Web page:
Let’s begin by saying that this guide is geared for 4th grade-7th grade in the Intermediate section, which is the first half of the book, and 8th-12th grade in the Advanced Section, which is found in the second half of the book. My two boys are now in 4th grade so I am making adjustments as needed since they are at the very bottom of the recommended age range. The first four lessons of the guide cover Creation- Hammurabi.

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I love how open-ended Beautiful Feet Books is. Enough direction to keep us on track but the overall unscripted assignments allow us to really follow our interests for each section which is so life-giving and keeps the boys engaged, invested and eager to dig for more!

One of the main texts used in the first four lessons is a TEXTBOOK called Streams of Civilizations. It is obviously not a living book and to be honest, if I read every word aloud my kids would have probably run away screaming.  I took time before we started this unit and read through the first assigned chapters of Streams of Civilizations so that I could have a grasp of where things were headed. I marked interesting sections to read aloud to the boys and then I went in search of living books that explained the unmarked sections in a more engaging way. I’ll add our book list at the end of the post.

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A couple of set up notes for everyone following along. The boys will be filling out a standard composition notebook for their Ancient History study. Maps, narrations, drawings, terms, research etc. are contained within. The boys have dubbed them “Field Journals.” We also have picture story pads from Miller Pads & Paper for all of their Bible reading narrations. Secretly, I am using these notebooks to ease them over to more formal written narrations. We divide the scripture reading over a period of a few days and each time we read the boys narrate the story, then we get out our Bible Journals (picture story pads) and they illustrate what they learned. On a separate sheet of notebook paper they write out a few sentences/short paragraph about the story in their own words. I check for any spelling mistakes and then the sentences are written out once more in their best handwriting in the notebook. (All spelling mistakes are added to a list and then worked on at the end of the day). The written narrations will lengthen over time. We are also using a Book of Centuries from Miller Pads & Paper and updating it every day.

Lesson 1
We stretched the first lesson out over a period of three days.  We spent the first day reading through the entire Genesis account of creation, narrating and discussing it. Day two was spent reading about evolution and going through Streams of Civilizations.  The third day was spent further discussing terms found in the Streams of Civilization book. Everything from uniformitarianism to sequence dating. I am a bit surprised that the kids were so excited about their glossaries! We read additional living books each day and on the third day we also read several living books about archeology and anthropology and even went on a “dig” in the backyard to uncover some chicken bones I had buried the day before. Have you checked out  the newly released film “Is Genesis History?” The boys and I saw it in the theater a few weeks before our study began and it was such a helpful starting point for our discussions about Creation, Evolution and the Flood. We spent the remainder of our time on the third day researching the bronze age before the lesson migrated to the backyard with the boys all fashioning spears and weapons out of rocks. I probably should have seen that coming.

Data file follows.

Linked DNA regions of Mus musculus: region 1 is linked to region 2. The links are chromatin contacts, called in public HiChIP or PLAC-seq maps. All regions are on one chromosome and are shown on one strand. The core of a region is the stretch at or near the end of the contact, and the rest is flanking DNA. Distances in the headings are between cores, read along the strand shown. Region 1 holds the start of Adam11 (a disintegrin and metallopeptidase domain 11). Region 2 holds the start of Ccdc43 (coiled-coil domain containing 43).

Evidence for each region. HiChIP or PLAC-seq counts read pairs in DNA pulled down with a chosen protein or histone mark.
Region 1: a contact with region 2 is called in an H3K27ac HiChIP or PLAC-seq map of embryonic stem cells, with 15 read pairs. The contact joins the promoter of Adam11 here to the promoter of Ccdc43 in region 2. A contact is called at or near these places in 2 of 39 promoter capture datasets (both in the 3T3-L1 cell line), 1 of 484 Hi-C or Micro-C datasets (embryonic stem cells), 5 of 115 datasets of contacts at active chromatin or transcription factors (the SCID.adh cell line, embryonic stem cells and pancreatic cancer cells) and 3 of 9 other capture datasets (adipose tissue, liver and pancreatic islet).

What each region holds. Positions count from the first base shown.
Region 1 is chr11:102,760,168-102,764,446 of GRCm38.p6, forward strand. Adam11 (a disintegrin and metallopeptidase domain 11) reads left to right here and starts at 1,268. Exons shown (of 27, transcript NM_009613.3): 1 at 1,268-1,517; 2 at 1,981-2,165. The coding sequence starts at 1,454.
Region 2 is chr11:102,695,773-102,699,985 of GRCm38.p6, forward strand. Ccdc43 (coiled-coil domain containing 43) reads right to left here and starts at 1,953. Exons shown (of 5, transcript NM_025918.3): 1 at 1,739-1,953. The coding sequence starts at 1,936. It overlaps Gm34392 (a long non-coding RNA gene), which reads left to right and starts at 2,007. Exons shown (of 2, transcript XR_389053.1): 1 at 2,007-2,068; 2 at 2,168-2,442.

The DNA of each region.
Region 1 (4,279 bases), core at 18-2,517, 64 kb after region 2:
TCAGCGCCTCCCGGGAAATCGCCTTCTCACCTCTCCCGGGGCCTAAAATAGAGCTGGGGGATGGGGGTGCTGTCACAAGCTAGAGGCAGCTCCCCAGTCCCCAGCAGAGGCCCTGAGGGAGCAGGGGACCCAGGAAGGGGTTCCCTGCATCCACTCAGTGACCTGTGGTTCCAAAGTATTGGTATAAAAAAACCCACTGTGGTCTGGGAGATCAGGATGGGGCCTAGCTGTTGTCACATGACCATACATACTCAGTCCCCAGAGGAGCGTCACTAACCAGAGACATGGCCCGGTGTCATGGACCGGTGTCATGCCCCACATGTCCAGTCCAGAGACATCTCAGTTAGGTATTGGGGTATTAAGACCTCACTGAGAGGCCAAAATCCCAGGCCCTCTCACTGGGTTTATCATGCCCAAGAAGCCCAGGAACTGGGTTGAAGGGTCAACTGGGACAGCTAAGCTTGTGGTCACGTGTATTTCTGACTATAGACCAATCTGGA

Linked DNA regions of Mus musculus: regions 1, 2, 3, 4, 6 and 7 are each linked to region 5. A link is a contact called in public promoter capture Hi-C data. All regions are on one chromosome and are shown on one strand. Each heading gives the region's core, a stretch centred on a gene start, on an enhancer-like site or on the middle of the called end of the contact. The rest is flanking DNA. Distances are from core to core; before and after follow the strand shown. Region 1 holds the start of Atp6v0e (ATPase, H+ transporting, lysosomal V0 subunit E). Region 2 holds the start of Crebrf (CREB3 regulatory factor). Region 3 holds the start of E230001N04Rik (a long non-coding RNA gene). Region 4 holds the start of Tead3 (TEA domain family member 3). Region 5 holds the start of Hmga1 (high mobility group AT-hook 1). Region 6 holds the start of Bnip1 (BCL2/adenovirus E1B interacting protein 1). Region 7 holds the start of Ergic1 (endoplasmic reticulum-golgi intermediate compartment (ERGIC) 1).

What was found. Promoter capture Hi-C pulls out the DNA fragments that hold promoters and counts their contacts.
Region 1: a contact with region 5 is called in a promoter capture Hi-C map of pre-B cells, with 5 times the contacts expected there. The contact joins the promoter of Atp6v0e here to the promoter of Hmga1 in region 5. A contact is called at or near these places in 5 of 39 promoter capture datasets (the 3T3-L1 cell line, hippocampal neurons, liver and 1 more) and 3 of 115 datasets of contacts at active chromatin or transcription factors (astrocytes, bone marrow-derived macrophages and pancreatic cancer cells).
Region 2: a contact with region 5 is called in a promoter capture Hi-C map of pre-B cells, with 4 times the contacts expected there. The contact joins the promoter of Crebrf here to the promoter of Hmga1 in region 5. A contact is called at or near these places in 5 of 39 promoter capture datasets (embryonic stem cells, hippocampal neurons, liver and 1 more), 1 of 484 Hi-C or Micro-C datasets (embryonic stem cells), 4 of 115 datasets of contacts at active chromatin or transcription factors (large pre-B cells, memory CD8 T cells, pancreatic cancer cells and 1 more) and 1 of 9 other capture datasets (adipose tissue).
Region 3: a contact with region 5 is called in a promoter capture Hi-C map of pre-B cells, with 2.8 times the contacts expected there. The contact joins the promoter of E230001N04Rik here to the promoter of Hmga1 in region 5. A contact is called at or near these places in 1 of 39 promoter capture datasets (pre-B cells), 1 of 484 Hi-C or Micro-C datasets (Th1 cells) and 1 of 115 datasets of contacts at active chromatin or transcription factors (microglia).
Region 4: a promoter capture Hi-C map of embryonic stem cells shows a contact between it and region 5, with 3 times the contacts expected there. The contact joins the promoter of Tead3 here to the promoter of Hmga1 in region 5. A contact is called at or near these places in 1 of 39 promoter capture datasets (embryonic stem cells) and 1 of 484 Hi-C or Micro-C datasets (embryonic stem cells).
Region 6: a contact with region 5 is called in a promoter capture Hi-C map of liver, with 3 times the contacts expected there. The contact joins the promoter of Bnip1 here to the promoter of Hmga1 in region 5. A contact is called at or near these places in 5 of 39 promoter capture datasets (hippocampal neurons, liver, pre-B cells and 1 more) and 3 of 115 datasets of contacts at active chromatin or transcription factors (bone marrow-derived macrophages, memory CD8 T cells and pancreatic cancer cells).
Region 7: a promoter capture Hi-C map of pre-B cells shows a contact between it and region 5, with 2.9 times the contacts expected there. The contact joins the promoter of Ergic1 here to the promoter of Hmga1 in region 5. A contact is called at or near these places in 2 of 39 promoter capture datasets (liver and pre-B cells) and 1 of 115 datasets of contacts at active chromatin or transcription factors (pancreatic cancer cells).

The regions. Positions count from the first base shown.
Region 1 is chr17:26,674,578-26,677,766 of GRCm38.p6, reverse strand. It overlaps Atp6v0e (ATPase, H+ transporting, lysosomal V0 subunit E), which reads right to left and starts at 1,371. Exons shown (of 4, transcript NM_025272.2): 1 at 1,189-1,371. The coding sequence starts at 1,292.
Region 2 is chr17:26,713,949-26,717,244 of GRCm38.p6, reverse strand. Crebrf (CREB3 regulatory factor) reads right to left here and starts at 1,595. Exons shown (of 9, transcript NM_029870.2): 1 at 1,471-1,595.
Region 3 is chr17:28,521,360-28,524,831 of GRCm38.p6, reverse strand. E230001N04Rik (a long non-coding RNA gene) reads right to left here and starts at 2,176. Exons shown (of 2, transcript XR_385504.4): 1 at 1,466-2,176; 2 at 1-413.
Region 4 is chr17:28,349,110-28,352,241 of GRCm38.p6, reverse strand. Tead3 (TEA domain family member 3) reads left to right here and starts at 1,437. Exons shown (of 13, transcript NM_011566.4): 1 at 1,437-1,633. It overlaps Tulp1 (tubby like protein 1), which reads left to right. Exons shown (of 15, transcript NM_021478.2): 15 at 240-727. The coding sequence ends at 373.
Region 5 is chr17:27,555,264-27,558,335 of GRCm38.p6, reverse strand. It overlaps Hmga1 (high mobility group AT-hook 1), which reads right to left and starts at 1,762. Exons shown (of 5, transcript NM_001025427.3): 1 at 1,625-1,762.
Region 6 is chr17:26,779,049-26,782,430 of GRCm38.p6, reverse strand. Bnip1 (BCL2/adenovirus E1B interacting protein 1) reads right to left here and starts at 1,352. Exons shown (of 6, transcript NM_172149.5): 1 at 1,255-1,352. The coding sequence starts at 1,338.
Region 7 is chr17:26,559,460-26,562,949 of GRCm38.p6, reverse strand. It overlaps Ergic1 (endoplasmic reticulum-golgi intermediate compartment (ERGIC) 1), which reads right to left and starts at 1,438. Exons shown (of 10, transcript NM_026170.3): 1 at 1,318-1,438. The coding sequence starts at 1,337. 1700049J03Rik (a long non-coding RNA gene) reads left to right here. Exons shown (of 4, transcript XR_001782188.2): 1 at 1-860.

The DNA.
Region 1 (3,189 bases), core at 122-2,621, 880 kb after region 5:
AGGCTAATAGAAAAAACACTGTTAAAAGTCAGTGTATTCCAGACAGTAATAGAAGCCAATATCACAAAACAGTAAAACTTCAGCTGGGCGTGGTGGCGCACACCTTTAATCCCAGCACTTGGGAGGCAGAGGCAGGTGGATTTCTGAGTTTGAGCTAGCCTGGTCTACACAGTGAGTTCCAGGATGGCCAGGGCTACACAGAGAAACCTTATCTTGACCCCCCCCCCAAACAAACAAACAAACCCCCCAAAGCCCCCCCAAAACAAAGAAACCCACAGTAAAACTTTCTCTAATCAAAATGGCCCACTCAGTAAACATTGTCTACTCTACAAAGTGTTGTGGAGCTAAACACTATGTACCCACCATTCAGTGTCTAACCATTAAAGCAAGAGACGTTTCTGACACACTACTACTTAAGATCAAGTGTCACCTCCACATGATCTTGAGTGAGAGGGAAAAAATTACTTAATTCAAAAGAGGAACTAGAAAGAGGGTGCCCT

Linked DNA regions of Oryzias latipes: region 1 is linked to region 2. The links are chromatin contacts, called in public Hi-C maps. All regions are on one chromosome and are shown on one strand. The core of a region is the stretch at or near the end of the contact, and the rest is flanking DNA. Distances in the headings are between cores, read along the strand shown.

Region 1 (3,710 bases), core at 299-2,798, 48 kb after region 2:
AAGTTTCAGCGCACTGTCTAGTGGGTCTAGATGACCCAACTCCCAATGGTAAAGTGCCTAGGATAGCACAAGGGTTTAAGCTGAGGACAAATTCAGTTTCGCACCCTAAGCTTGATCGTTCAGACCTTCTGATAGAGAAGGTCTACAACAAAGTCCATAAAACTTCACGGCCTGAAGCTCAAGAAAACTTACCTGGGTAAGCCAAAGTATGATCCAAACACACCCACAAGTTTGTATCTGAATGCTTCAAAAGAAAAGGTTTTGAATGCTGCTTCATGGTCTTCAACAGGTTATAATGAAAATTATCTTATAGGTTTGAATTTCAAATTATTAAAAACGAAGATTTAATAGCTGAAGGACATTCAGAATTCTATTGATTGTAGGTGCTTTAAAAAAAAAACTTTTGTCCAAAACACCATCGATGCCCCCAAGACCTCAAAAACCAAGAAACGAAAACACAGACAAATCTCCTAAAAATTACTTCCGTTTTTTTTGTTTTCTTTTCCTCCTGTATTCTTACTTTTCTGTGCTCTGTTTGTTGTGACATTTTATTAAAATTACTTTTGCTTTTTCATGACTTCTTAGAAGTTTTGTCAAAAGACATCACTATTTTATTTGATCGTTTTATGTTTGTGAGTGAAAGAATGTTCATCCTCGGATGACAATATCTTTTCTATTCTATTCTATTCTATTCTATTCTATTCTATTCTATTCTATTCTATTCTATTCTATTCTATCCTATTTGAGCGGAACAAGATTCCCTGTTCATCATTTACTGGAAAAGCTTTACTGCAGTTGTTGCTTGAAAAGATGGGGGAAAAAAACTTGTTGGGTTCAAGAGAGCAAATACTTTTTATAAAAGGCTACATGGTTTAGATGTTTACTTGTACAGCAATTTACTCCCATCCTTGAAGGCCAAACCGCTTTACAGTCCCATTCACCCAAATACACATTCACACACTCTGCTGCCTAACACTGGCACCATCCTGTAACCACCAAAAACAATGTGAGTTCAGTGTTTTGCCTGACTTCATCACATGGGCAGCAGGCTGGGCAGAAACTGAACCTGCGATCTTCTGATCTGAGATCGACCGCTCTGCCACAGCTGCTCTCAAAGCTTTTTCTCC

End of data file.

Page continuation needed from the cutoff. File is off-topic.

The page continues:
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Lesson 2
I really love that the moment we opened our book about Noah, a rainstorm began outside. It felt like a hug from the Lord. When the boys were younger we looked at Peter Spier’s book Noah’s Ark and the flood account in the Bible beginning in Genesis 6. This time we also added in the phenomenal Tom Dooley book, The True Story of Noah’s Ark The boys responded so well to it that I am now considering a trip to the Creation Museum in Kentucky this fall so they can see the Ark replica. We spent a full day on the Flood topic and made sure to read flood accounts from around the world. We also discussed geological studies about the flood which were quite fascinating. On our second day with lesson two we read an excellent account about Sumer, Akkad and Sargon in the book “Ancient Egypt and Her Neighbors” by Lorene Lambert. This book is EXCEPTIONAL and a much better read than the Streams of Civilization account. I did highlight a few terms and excerpts to go over with the children from Streams after we finished reading from Lambert’s book.  We brought out some Crayola Terra Cotta Air Dry Clay 2.5 lb Bucket and wrote our names in the cuneiform language using popsicle sticks.